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I have a 7gb .iso file, and I want to move it to a secondary HDD I have connected on my computer, first I tried to move the entire file and it failed saying the file was too large. I noticed always 4GB was copied, so I used split to generate 3GB chunks.

Now I have the 3 chunks in the secondary disk, and I am trying to join them using cat with:

"cat x0* > backup.iso"

But it also fails saying: "cat: write error: File too large", the resulting file is once again 4GB.

How can I join these files?

I have plenty of space on that disk for the files (>50GB). I read somewhere that I should "pipe" the files contents in real time to avoid this error but I have no idea how to do it.

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2 Answers 2

up vote 5 down vote accepted

Wich if the format of your external drive? Some drives use FAT32, and this limit the maximun file size close to 4Gb.

If you want to have bigger files you should change it. To do this you have to format the external drive.

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Yes it's FAT32 because I used is as the disk I can see when I boot either Linux or Windows, and I have tons of stuff in there, isn't there another solution than formatting? :( –  trimoans Sep 21 '11 at 15:32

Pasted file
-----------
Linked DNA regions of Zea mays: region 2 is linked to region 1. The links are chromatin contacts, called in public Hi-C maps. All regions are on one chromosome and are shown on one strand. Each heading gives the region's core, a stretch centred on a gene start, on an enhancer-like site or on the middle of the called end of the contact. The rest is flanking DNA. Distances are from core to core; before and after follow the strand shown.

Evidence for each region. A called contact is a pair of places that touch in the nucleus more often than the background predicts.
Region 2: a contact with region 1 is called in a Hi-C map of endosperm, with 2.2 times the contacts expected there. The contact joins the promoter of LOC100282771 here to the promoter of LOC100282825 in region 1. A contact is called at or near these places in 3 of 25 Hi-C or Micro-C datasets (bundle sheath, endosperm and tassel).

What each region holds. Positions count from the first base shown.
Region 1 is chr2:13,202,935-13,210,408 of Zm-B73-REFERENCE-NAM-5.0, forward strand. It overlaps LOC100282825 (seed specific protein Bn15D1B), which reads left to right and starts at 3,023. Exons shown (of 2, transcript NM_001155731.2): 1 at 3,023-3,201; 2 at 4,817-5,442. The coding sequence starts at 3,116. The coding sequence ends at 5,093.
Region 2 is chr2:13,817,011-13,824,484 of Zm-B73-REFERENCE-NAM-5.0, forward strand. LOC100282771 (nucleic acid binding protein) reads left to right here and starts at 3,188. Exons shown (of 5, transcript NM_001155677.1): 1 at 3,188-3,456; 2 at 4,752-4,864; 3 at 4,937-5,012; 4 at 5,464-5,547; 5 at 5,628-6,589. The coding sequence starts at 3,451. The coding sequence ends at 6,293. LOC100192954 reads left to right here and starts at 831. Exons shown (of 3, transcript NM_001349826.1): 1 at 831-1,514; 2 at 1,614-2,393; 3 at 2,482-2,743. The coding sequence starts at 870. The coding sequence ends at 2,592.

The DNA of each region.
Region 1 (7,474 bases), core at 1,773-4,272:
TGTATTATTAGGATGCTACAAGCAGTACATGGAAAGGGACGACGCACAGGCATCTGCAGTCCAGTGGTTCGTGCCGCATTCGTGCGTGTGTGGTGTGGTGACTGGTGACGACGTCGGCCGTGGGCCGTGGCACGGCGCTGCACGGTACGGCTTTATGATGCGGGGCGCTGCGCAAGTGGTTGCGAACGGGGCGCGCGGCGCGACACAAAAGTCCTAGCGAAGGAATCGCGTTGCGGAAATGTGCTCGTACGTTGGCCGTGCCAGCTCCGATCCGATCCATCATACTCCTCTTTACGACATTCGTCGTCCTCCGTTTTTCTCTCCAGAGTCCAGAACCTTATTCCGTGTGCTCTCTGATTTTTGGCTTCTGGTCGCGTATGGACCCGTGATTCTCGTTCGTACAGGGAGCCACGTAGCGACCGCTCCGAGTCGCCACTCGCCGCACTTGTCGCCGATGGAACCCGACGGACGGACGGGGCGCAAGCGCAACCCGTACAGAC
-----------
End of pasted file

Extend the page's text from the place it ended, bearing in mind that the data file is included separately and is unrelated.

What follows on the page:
You can't join them on the disk. If you want to cat them into an ISO, you need to generate the ISO on a different disk. It will not harm the file to be in separate chunks on your HDD; you will simply have to join them again on the computer you want to use it on. –  zpletan Sep 21 '11 at 15:37
    
I got an idea, since I want to use this backup only on Windows (ntfs) but I have it on Linux, I could decompress the .iso in the shared FAT32, and then I can move it to the NTFS disk and recreate the .iso, I guess that will work. Thanks. –  trimoans Sep 21 '11 at 15:55
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The easiest solution would be to output the cat into an external hard drive with a format other than FAT32. You can simply reformat a USB stick >8GB and output the cat in there.

I am afraid but you won't be able to handle >4GB files in a FAT32 hard drive.

You can find further information about file systems and their limitations here: http://en.wikipedia.org/wiki/Comparison_of_file_systems#Limits

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